By Salil Gewali

Any auspicious days in Hinduism are expected to be observed with a complete purity of action and thought. The same holds true for other religions too. As per the Hindu scriptures, the believers are required to stay away from any kind of sense gratifications, particularly when the specific days are dedicated to Gods and Goddess such as Navratri, Laxmi Puja, Krishna Janmashtami, Shivaratri, to name a few. The pathway to devotion and spiritualism should not be “desecrated” by the blot of the brazen entertainment. The scriptures logically explain why it is antithetical, and its adverse consequences.

Hindusim
Incidentally, the Bhagavad Gita describes such situation as the rise of “tamasic vibes”.

 But, what a huge irony, rather a blasphemy that many people these days have started to choose the auspicious days of Gods to satisfy their base senses. Without a wee bit of regret, a certain class of people holds almost every auspicious day as the most “unmissable” occasion to booze with the friends, and what not, and stagger back home, lol! Such bizarre practices are fast catching now than ever.  Sadly, hardly any conscious people and spiritual organizations stand up and take the right measures to check such godless deviations.

What is quite unpleasant is that such a kind of unholy practices are often being facilitated by certain “Hindu intuitions” as well. On this past Laxmi Puja, the “propitious time” to perform the ritual had fallen between 6 PM to 7:53 PM. Yours truly decided to use that span of time for meditation. But hell broke loose. Apart from fireworks around, the Bollywood songs in high decibel burst forth from a certain Hindu institution quite frustrated the mission.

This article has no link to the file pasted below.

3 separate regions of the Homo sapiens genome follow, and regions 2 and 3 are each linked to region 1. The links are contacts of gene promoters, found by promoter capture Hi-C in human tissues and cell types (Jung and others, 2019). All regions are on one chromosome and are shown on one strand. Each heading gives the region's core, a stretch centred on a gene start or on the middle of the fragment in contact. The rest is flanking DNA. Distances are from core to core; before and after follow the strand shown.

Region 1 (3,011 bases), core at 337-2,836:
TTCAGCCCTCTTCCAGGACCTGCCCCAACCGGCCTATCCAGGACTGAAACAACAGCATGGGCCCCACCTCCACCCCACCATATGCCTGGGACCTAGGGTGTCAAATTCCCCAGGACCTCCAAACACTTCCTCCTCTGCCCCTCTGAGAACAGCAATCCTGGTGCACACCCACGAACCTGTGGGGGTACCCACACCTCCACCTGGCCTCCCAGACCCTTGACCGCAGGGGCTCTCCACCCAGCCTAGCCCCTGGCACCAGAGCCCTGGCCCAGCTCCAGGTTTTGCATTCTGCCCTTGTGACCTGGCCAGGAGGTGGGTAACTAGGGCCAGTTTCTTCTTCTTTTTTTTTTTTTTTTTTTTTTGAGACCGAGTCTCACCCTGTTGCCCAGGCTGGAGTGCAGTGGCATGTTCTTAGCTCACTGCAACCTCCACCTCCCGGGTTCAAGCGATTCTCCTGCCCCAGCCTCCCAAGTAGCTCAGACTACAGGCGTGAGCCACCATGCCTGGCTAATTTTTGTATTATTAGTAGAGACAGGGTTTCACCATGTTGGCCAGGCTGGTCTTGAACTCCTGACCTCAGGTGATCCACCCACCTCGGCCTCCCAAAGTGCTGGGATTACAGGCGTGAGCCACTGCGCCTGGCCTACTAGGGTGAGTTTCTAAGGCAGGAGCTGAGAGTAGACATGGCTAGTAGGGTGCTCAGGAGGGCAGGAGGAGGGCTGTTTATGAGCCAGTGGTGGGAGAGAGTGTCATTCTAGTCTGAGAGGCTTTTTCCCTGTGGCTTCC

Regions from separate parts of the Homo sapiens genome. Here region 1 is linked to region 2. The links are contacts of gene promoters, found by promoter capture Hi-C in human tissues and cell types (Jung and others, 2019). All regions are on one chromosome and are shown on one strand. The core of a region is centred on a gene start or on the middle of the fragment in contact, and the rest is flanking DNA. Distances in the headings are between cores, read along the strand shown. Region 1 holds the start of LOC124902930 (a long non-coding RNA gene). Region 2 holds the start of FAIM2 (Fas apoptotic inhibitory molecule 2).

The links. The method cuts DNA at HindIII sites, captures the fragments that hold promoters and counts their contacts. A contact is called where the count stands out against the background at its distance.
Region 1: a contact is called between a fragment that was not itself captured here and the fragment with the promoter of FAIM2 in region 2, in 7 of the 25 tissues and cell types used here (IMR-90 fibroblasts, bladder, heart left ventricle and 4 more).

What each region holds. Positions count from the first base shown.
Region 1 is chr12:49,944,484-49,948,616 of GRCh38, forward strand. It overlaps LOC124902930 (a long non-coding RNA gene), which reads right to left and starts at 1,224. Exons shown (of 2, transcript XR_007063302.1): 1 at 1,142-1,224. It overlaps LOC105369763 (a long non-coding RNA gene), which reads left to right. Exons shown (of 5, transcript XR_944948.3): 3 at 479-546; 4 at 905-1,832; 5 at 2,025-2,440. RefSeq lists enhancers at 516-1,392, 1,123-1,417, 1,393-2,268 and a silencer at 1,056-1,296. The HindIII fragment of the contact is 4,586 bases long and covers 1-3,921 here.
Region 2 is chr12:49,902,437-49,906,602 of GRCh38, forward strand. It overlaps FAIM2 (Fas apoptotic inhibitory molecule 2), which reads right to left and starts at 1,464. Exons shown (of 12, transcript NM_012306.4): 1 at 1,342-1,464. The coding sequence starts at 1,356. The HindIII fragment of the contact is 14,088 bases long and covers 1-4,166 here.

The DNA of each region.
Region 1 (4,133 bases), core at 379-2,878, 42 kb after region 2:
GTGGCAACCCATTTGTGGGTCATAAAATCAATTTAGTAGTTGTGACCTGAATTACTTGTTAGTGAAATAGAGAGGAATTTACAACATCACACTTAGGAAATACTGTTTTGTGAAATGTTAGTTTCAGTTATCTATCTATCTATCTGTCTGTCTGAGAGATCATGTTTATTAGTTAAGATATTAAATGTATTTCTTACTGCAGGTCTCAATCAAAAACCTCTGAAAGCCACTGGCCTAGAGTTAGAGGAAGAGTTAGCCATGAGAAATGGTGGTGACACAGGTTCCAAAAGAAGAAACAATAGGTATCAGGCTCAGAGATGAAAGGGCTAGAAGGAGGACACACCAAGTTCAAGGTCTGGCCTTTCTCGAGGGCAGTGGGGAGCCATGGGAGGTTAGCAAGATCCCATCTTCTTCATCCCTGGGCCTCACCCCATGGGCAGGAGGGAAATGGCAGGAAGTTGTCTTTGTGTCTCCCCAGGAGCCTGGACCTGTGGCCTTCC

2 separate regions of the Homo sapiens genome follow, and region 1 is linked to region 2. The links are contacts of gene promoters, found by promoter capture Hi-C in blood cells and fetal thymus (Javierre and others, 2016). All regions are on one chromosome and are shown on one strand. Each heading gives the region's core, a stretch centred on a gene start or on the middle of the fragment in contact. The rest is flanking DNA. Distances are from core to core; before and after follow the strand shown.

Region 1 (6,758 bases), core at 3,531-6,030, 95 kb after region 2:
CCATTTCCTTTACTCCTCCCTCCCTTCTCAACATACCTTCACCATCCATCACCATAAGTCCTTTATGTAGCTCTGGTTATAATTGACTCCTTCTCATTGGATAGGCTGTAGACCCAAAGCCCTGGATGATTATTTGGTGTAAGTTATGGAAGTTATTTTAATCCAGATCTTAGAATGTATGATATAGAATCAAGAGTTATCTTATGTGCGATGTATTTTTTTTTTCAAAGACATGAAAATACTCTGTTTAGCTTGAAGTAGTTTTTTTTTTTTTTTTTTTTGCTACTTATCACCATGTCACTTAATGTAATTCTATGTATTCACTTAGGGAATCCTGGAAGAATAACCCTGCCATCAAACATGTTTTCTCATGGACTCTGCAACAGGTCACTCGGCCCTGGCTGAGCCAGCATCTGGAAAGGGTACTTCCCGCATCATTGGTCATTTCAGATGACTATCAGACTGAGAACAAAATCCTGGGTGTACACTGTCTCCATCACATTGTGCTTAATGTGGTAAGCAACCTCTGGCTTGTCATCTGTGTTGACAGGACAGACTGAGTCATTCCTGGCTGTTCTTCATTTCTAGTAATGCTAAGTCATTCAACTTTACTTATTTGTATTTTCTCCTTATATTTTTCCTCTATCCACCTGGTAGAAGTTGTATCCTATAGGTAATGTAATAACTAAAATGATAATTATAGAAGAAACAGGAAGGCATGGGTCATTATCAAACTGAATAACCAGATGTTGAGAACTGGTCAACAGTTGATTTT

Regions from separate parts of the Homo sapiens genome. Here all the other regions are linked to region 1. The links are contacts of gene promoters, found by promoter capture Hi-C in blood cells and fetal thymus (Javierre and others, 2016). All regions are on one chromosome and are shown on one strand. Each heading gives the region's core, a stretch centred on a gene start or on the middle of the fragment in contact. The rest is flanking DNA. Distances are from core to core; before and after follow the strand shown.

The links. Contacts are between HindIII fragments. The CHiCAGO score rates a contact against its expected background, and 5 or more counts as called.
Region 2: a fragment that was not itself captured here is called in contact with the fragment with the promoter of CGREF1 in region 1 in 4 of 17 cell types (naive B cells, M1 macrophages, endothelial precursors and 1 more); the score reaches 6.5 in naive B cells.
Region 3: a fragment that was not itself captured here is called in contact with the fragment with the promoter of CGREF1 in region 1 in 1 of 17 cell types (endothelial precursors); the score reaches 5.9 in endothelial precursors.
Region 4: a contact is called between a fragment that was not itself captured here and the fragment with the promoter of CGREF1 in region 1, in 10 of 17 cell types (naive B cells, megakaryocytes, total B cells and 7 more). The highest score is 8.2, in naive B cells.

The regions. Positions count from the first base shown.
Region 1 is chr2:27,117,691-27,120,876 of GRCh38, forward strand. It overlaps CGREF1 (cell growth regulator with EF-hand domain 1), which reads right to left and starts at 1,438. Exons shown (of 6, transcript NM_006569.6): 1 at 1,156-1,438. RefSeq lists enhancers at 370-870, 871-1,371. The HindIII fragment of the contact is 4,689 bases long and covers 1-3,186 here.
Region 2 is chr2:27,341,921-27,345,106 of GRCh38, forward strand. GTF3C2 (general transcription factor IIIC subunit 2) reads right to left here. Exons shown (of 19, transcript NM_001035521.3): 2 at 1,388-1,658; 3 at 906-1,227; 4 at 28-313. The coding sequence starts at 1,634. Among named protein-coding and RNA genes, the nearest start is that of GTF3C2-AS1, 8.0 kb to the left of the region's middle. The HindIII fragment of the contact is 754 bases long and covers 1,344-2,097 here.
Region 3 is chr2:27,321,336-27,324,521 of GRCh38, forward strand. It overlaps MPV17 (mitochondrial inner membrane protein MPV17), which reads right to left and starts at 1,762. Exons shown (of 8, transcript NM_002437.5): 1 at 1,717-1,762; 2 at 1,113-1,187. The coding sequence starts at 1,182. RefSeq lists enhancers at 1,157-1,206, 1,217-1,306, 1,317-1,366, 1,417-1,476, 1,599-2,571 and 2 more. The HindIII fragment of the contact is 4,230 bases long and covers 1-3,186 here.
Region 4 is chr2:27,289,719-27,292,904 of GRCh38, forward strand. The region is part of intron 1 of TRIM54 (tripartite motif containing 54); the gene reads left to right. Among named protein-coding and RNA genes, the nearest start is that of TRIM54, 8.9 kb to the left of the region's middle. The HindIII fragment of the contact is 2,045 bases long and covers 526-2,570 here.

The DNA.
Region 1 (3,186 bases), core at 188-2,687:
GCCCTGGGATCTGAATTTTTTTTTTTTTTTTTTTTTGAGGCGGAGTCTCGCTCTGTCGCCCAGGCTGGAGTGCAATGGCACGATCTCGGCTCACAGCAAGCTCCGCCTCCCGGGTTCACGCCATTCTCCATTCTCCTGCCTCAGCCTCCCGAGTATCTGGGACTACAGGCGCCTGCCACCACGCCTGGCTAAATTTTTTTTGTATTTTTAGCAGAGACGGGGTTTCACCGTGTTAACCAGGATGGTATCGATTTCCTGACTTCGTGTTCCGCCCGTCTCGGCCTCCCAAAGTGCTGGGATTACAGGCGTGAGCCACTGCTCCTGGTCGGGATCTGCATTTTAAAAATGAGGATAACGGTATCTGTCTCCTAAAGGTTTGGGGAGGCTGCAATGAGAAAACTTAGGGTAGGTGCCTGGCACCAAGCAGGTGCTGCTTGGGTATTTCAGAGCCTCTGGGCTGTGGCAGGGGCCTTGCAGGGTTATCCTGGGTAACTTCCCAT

Hindusim
Sadhu Sanga Retreat, 2016

 One senior citizen laments – “Nothing could be irreligious than the fact that a favorable time for “puja” is also being used for the wrongful purposes. We rather expect the “Hindu institutions” to teach our children Bhajan, Kirtan, and other spiritual activities, not the loud and feverish parties and disturb others.”

Another college student adds “Having been much disturbed by the noise pollution, I have persuaded my parents to shift our place of residence to elsewhere, not at least near holy places with an unholy mission. I have started to see such institutions with the eyes of suspicion these says.” Is it that our institutions are unable to use their “discretion”, and as a result, they fail to differentiate between right and wrong?  One is deeply apprehensive that Bollywood songs and vulgar dances might as well be included as a part of the “puja ritual” as we have long accepted the fun of fireworks bursting as an integral part of Laxmi Puja which in fact is just an entrenched “misconception”.

Hinduism
Hinduism is expected to be observed with a complete purity of action

Needless to say, our roar for consumerism has almost drowned the whisper of inherent spiritualism. We are only just sending out the wrong messages. I’m afraid, the whole culture itself might be looked down with derision by other faiths. It might just become a subject of ridicule! It is no exaggeration, such negative notions against the “wrong practices” are all what we often read these days in several newspapers and social media. Do we want others to demean our profound spiritual heritage thus?  I believe it calls for a serious soul-searching.

Incidentally, the Bhagavad Gita describes such situation as the rise of “tamasic vibes”.  It warns in the strongest terms that mankind should absolutely be careful not to fall under the influence of any short-lived sense gratifications. Or else, our endeavor to “practice and preserve” the sanctity of a religion/spiritualism will be a futile exercise.

However, on the other hand, the westerners practicing Hinduism have learned a pretty well from our “scriptures” and are becoming more spiritual while we just locked up those “holy books” only in a drawer of the altar. Thus we only love to shake our “butts to the boom-boom of Bollywood”.. right in front of the Gods’ idols !!!

Salil Gewali is a well-known writer and author of ‘Great minds on India’.

Twitter:@SGewali.